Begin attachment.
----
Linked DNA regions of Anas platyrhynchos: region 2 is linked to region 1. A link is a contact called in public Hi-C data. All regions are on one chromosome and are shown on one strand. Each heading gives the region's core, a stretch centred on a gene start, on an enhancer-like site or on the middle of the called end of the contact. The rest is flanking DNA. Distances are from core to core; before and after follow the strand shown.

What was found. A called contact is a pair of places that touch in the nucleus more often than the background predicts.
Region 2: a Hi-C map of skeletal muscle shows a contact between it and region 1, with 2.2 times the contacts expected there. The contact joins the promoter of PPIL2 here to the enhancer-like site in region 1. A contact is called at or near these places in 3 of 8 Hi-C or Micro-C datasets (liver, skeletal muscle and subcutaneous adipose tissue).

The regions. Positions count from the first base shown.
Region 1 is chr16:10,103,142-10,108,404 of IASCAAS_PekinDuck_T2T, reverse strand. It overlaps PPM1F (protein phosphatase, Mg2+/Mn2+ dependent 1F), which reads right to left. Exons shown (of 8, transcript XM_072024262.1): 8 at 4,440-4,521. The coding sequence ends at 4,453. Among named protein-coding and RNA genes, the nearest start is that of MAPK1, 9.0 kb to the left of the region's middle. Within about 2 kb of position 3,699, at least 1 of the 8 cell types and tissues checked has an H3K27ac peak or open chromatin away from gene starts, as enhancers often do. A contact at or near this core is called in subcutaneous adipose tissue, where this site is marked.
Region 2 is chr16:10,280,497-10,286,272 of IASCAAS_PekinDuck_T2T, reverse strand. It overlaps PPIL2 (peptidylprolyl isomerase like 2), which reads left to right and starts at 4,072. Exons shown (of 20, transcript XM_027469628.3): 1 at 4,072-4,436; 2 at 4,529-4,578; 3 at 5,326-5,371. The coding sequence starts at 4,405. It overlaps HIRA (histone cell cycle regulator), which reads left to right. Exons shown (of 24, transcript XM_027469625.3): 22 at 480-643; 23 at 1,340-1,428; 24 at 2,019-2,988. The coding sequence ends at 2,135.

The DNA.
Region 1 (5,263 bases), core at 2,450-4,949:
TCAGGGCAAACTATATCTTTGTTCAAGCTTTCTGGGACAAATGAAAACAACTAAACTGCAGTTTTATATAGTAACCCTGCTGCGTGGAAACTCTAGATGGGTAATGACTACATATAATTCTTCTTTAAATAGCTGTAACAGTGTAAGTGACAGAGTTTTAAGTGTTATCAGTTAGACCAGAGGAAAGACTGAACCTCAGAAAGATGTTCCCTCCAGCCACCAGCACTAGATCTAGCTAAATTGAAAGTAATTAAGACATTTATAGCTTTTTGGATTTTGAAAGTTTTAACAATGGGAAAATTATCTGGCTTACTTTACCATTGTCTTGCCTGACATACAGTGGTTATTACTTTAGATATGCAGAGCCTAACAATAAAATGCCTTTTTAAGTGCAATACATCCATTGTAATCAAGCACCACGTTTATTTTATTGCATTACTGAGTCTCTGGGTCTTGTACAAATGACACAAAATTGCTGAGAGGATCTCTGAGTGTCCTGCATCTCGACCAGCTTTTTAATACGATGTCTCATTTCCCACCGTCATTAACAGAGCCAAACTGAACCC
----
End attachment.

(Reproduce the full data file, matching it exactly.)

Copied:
Linked DNA regions of Anas platyrhynchos: region 2 is linked to region 1. A link is a contact called in public Hi-C data. All regions are on one chromosome and are shown on one strand. Each heading gives the region's core, a stretch centred on a gene start, on an enhancer-like site or on the middle of the called end of the contact. The rest is flanking DNA. Distances are from core to core; before and after follow the strand shown.

What was found. A called contact is a pair of places that touch in the nucleus more often than the background predicts.
Region 2: a Hi-C map of skeletal muscle shows a contact between it and region 1, with 2.2 times the contacts expected there. The contact joins the promoter of PPIL2 here to the enhancer-like site in region 1. A contact is called at or near these places in 3 of 8 Hi-C or Micro-C datasets (liver, skeletal muscle and subcutaneous adipose tissue).

The regions. Positions count from the first base shown.
Region 1 is chr16:10,103,142-10,108,404 of IASCAAS_PekinDuck_T2T, reverse strand. It overlaps PPM1F (protein phosphatase, Mg2+/Mn2+ dependent 1F), which reads right to left. Exons shown (of 8, transcript XM_072024262.1): 8 at 4,440-4,521. The coding sequence ends at 4,453. Among named protein-coding and RNA genes, the nearest start is that of MAPK1, 9.0 kb to the left of the region's middle. Within about 2 kb of position 3,699, at least 1 of the 8 cell types and tissues checked has an H3K27ac peak or open chromatin away from gene starts, as enhancers often do. A contact at or near this core is called in subcutaneous adipose tissue, where this site is marked.
Region 2 is chr16:10,280,497-10,286,272 of IASCAAS_PekinDuck_T2T, reverse strand. It overlaps PPIL2 (peptidylprolyl isomerase like 2), which reads left to right and starts at 4,072. Exons shown (of 20, transcript XM_027469628.3): 1 at 4,072-4,436; 2 at 4,529-4,578; 3 at 5,326-5,371. The coding sequence starts at 4,405. It overlaps HIRA (histone cell cycle regulator), which reads left to right. Exons shown (of 24, transcript XM_027469625.3): 22 at 480-643; 23 at 1,340-1,428; 24 at 2,019-2,988. The coding sequence ends at 2,135.

The DNA.
Region 1 (5,263 bases), core at 2,450-4,949:
TCAGGGCAAACTATATCTTTGTTCAAGCTTTCTGGGACAAATGAAAACAACTAAACTGCAGTTTTATATAGTAACCCTGCTGCGTGGAAACTCTAGATGGGTAATGACTACATATAATTCTTCTTTAAATAGCTGTAACAGTGTAAGTGACAGAGTTTTAAGTGTTATCAGTTAGACCAGAGGAAAGACTGAACCTCAGAAAGATGTTCCCTCCAGCCACCAGCACTAGATCTAGCTAAATTGAAAGTAATTAAGACATTTATAGCTTTTTGGATTTTGAAAGTTTTAACAATGGGAAAATTATCTGGCTTACTTTACCATTGTCTTGCCTGACATACAGTGGTTATTACTTTAGATATGCAGAGCCTAACAATAAAATGCCTTTTTAAGTGCAATACATCCATTGTAATCAAGCACCACGTTTATTTTATTGCATTACTGAGTCTCTGGGTCTTGTACAAATGACACAAAATTGCTGAGAGGATCTCTGAGTGTCCTGCATCTCGACCAGCTTTTTAATACGATGTCTCATTTCCCACCGTCATTAACAGAGCCAAACTGAACCC